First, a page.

‘Neuron Pod’ - a striking 23-metre long and 10-metre high free-standing structure – has opened its doors as an informal science learning centre at Queen Mary University of London’s Whitechapel campus.
The launch was marked by a visit from children from Christ Church Primary School, Brick Lane, who took part in an interactive science education activity about the biology of ‘Snot, Sick and Scabs’, run by Centre of the Cell, Queen Mary’s informal science learning centre.
Since opening in September 2009, Centre of the Cell has delivered a range of unique educational programmes designed to inspire pupils to pursue a career in the sciences and to engage the public with biomedical research, with more than 180,000 people participating in their activities to date.
Neuron Pod will provide a multi-functional space for live science shows, hands-on workshops, experiments, debates, films and exhibitions.
There are a number of curriculum-linked workshops and science shows suitable for Key Stage 2-5 students at the Centre of the Cell.
Students will learn about the amazing world of cells, the human body and the latest medical research.
The experience for schools includes KS2-5 curriculum-linked interactive games grounded in cell biology and the research happening in the labs below and around the world.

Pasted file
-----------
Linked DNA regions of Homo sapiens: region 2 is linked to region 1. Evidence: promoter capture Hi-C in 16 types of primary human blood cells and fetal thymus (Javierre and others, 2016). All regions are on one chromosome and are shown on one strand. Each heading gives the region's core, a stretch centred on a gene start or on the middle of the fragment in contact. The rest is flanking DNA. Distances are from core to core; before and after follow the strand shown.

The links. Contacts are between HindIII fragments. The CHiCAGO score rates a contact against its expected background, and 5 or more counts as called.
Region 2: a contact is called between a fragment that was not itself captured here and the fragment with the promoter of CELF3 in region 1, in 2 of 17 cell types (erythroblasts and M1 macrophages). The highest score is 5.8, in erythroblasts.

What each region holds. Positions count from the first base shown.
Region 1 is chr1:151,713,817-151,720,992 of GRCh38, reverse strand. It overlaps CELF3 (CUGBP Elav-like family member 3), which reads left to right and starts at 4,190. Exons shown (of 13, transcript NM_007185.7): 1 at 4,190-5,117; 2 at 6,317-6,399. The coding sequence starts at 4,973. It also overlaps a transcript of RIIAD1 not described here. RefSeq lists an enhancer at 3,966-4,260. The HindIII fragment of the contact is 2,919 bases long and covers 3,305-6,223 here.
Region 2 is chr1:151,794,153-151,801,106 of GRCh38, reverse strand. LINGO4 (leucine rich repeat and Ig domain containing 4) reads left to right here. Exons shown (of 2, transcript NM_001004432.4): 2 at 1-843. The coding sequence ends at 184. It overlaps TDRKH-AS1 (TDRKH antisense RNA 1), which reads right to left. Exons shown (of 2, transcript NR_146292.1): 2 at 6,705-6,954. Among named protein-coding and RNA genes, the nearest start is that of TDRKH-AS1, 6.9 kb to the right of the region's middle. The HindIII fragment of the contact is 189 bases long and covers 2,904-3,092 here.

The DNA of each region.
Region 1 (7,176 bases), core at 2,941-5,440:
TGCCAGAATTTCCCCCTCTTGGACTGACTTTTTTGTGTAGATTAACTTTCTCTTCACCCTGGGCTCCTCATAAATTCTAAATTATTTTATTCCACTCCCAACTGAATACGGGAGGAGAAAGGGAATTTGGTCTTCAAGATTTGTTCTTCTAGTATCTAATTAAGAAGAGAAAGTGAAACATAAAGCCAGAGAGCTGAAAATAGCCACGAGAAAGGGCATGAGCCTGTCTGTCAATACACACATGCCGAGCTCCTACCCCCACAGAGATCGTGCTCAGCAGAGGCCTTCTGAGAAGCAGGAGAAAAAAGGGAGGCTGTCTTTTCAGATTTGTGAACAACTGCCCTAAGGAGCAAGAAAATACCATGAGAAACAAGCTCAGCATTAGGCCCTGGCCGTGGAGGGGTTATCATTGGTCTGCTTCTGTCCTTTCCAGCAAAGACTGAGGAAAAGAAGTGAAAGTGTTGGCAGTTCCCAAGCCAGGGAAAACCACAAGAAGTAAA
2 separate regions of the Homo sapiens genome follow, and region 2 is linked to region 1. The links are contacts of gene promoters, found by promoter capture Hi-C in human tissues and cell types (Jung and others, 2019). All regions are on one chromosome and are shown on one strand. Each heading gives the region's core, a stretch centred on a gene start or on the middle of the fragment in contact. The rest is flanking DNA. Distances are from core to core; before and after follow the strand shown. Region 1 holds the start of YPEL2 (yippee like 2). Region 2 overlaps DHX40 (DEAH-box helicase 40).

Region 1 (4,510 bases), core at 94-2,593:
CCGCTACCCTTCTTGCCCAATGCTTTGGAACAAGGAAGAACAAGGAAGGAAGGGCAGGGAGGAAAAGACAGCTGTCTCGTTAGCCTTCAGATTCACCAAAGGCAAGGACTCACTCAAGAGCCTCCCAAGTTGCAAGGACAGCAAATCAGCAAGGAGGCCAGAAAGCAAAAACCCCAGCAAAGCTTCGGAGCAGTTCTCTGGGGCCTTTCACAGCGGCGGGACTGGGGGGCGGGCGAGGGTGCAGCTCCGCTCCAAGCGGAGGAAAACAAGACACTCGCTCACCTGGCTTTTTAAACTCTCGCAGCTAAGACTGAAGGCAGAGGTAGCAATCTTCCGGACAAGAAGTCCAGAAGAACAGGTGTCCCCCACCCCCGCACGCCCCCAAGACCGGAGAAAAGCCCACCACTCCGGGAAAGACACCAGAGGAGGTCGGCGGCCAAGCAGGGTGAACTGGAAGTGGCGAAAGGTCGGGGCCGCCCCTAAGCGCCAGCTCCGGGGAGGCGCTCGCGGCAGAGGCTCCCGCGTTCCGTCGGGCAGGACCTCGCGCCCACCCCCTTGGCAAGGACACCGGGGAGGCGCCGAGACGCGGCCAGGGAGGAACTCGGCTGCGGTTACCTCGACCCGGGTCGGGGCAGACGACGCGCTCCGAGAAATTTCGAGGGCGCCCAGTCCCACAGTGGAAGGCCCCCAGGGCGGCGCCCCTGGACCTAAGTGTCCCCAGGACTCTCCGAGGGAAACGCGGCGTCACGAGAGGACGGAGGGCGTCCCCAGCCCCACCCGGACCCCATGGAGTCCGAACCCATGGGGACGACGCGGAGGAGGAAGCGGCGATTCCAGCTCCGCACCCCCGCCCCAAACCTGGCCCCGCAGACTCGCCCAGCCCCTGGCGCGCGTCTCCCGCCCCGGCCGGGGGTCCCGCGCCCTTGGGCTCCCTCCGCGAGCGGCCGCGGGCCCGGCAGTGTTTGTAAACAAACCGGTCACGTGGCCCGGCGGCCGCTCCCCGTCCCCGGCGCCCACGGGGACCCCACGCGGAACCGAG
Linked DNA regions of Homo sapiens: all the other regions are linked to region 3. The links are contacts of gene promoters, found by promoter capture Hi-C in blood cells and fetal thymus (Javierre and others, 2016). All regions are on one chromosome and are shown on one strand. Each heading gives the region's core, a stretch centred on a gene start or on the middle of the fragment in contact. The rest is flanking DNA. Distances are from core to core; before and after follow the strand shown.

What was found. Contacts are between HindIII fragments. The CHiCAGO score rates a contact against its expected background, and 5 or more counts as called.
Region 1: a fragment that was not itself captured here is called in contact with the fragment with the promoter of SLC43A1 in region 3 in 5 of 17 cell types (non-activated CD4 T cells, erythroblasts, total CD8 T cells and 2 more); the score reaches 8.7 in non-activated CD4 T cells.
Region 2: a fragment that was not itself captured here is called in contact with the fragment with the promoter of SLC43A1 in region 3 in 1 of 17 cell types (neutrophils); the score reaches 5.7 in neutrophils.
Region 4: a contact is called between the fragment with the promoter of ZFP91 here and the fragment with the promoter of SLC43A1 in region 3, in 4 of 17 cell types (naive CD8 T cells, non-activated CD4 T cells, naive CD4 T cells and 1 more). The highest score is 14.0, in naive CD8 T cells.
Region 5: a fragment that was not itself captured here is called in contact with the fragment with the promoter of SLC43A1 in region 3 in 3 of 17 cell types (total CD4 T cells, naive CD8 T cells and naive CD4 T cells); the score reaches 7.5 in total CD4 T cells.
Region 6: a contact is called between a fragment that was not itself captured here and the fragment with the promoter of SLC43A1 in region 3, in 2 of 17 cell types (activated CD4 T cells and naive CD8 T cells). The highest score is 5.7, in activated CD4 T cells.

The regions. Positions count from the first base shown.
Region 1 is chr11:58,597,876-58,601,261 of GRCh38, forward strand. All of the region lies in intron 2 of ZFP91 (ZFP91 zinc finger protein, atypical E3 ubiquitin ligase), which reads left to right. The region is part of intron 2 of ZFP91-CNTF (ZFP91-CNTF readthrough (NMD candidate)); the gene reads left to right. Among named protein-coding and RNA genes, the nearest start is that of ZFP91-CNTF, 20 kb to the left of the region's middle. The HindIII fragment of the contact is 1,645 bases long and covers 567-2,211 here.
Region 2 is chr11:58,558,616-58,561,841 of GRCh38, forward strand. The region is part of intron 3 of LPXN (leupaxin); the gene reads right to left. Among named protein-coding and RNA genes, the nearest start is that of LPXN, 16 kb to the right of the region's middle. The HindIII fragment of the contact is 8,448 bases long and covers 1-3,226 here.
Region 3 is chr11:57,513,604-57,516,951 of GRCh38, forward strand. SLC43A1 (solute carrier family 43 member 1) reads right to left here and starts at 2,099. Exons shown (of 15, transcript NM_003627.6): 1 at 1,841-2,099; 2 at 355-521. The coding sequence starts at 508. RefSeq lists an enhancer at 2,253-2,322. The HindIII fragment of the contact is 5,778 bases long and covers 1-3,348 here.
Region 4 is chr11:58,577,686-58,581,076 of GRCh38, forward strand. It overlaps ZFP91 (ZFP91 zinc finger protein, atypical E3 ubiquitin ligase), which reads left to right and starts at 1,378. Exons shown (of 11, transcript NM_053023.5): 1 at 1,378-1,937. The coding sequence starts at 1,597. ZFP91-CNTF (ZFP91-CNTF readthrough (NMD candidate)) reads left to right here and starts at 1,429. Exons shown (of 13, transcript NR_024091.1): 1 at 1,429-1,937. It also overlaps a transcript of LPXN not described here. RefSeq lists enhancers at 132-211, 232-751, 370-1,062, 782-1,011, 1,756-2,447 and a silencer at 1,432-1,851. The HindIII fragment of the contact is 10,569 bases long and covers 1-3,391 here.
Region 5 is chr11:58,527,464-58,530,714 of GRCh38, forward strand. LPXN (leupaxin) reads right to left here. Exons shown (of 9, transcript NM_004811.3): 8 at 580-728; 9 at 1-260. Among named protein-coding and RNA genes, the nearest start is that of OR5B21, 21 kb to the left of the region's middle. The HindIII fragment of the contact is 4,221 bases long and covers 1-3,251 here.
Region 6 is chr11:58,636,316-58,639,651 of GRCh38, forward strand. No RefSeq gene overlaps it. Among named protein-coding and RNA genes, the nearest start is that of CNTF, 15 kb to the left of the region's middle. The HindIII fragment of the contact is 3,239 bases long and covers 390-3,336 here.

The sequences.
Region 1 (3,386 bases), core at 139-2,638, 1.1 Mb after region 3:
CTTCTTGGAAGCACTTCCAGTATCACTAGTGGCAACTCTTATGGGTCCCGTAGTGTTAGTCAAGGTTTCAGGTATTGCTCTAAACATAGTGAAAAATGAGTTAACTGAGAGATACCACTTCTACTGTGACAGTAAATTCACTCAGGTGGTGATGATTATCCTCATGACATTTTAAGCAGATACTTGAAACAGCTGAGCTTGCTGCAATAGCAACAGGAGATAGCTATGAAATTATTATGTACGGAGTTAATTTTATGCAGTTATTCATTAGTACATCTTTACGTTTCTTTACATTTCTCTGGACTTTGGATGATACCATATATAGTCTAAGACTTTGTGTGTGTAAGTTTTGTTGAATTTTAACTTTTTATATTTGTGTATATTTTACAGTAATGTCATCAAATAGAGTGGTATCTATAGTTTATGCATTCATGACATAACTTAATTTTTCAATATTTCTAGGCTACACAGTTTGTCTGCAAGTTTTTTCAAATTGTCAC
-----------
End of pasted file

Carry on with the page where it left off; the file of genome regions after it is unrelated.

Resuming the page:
A school session can accommodate up to 40 visitors (including accompanying adults).
A teacher’s perspective
Julian Morant, Headteacher at Christ Church Primary School, which attended the launch, said: “Science plays an incredibly important part of our curriculum, which is very much supported by the opportunities that Centre of the Cell provides. The children enjoy the experience immensely, and get inspired by the activities and interactions with experts in the field.
“Most importantly, these opportunities are about raising expectations and ambitions in these children - so they don’t see science and medicine as something that only involves other people elsewhere. We want them to realise that a career in science can be part of their future, which they can aspire to and work hard to achieve.”
Sally was raised in Tower Hamlets and first visited Centre of the Cell as an 11 year-old shortly after it opened. Eight years later, she has now returned to Queen Mary University of London as a first year medical student, and is a member of the Centre of the Cell student explainer team, closing the circle on an inspiring childhood experience.
She said: “By going to Centre of the Cell, I found out what science was really about. I then knew that medicine was something I wanted to go into as a career. This new space will hopefully allow many more schoolchildren to have the same inspiring experience that I had.”
Professor Fran Balkwill, Director of Centre of the Cell, Queen Mary University of London, said he hopes the centre “will become a space where people can let their imaginations run riot”.
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